Oscar Tribute to ‘Some Like it Hot’

11796261_10206313735337748_344999573259010543_nMarilyn may never have won an Oscar, but the Academy is paying tribute to her most enduringly popular film, Some Like it Hot, with a dedicated page on their website, including costume sketches, script pages, and this previously unpublished photo of Marilyn on Coronado Beach with director Billy Wilder.

In related news, the inaugural Coronado Island Film Festival will be held in January 2016, with a panel of judges headed by Leonard Maltin, reports the San Diego Union Tribune.

Go Wilder: NYE Double Bill in Leeds

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‘Where’s that bourbon?’ Marilyn and Jack Lemmon in Billy Wilder’s 1959 classic, ‘Some Like it Hot’

For a classic movie fan, there are few more festive treats than a double bill of Billy Wilder movies. Some Like it Hot and Wilder’s brilliant follow-up, The Apartment, will be screened at the Hyde Park Picture House in Leeds on December 31st from 3.45 pm. So if you’re in Yorkshire this Christmas, this could be a perfect start to your New Year’s Eve celebrations.

Thanks to Hazel

Revisiting That ‘Itch’

 Over at Pretty Clever Films, Robert Liwanag takes a fresh look at The Seven Year Itch.

“This was Monroe’s film through and through, and Billy Wilder was intelligent enough of a director to not only acknowledge that fact, but work around it – he simply let her take over. The Seven Year Itch is not so much a Billy Wilder film, but one of the many that reinforced Monroe’s ditzy persona and massive popularity at the time…Monroe, who at that time had already been typecast, gives her most sincere performance up until that point. She enrolled in the Actors Studio during filming, and her role as The Girl has always struck me as an attempt to prove how comfortable and exciting she was as an actress.”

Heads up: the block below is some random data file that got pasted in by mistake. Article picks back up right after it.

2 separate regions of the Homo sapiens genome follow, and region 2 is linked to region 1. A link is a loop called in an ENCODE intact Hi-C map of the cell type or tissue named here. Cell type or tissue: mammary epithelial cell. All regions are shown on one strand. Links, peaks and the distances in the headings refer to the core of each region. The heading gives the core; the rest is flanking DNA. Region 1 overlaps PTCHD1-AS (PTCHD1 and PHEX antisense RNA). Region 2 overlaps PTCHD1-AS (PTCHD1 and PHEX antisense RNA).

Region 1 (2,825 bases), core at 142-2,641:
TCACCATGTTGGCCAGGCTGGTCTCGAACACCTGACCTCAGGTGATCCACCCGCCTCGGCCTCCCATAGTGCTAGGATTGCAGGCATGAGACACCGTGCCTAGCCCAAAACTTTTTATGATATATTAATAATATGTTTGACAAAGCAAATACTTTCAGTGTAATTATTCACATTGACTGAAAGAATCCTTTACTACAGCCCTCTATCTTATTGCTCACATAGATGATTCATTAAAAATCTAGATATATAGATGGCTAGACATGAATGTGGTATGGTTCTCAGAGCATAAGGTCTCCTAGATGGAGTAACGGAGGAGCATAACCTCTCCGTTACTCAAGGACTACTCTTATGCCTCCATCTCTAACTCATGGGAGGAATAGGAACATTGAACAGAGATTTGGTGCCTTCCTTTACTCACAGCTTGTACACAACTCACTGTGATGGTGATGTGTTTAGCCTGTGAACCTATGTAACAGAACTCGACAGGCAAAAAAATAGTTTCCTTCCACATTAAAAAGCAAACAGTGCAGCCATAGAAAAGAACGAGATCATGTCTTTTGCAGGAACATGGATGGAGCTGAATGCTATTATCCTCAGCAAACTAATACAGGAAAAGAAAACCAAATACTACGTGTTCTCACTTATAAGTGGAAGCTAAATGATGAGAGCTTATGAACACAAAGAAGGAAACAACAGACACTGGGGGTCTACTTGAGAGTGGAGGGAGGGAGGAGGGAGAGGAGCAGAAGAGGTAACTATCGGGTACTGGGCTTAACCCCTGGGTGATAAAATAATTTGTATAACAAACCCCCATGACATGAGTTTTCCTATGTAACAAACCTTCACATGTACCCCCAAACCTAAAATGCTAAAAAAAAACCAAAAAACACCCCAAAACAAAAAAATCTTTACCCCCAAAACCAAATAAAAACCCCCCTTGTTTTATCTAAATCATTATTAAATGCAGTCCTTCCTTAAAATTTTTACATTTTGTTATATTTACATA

Sex and Censorship: Billy Wilder in Hollywood

Over at Pretty Clever Films today, an interesting look back at director Billy Wilder’s tussles with the Production Code:

“Most of Wilder’s film topics were more risqué than other movies of the time. Take The Seven Year Itch (1955) for example, a film about temptation and marital infidelity. Richard’s (Tom Ewell) family is out of town for the summer, and a gorgeous blonde bombshell (Marilyn Monroe) moves in upstairs. They strike up a friendship, and it’s clear he’s attracted. The specter of adultery rears its ugly head, but since much of the film is told through Richard’s fantasies – not actual infidelity – and is resolved with him joining his wife and family on holiday, Wilder’s suggestive and titillating film fully complies with the Production Code.

In Wilder’s slapstick comedy Some Like it Hot (1959) Jack Lemmon and Tony Curtis play down and out Chicago musicians. On the run from gangsters, they dress up in drag to join an all-female band on tour. Both enamoured of the band’s lead singer (Marilyn Monroe), the two men compete for her affections. Hijinks ensue.

By the late 1950s, many directors were getting more daring, and audiences were looking for a loosening of the Code’s standards. Wilder’s Some Like it Hot (1959) was an enormous popular and critical success, but received a ‘Condemned’ rating from the National Legion of Decency. It was released anyway, without Code approval, and its success helped spur on the eventual demise of the Code in 1968.”

However, it seems that Marilyn may have thought the director wasn’t daring enough. In a 1961 interview with W.J. Weatherby, author of Conversations With Marilyn, she said of Wilder, ‘He’s a brilliant moviemaker, but he worries too much about the box office.’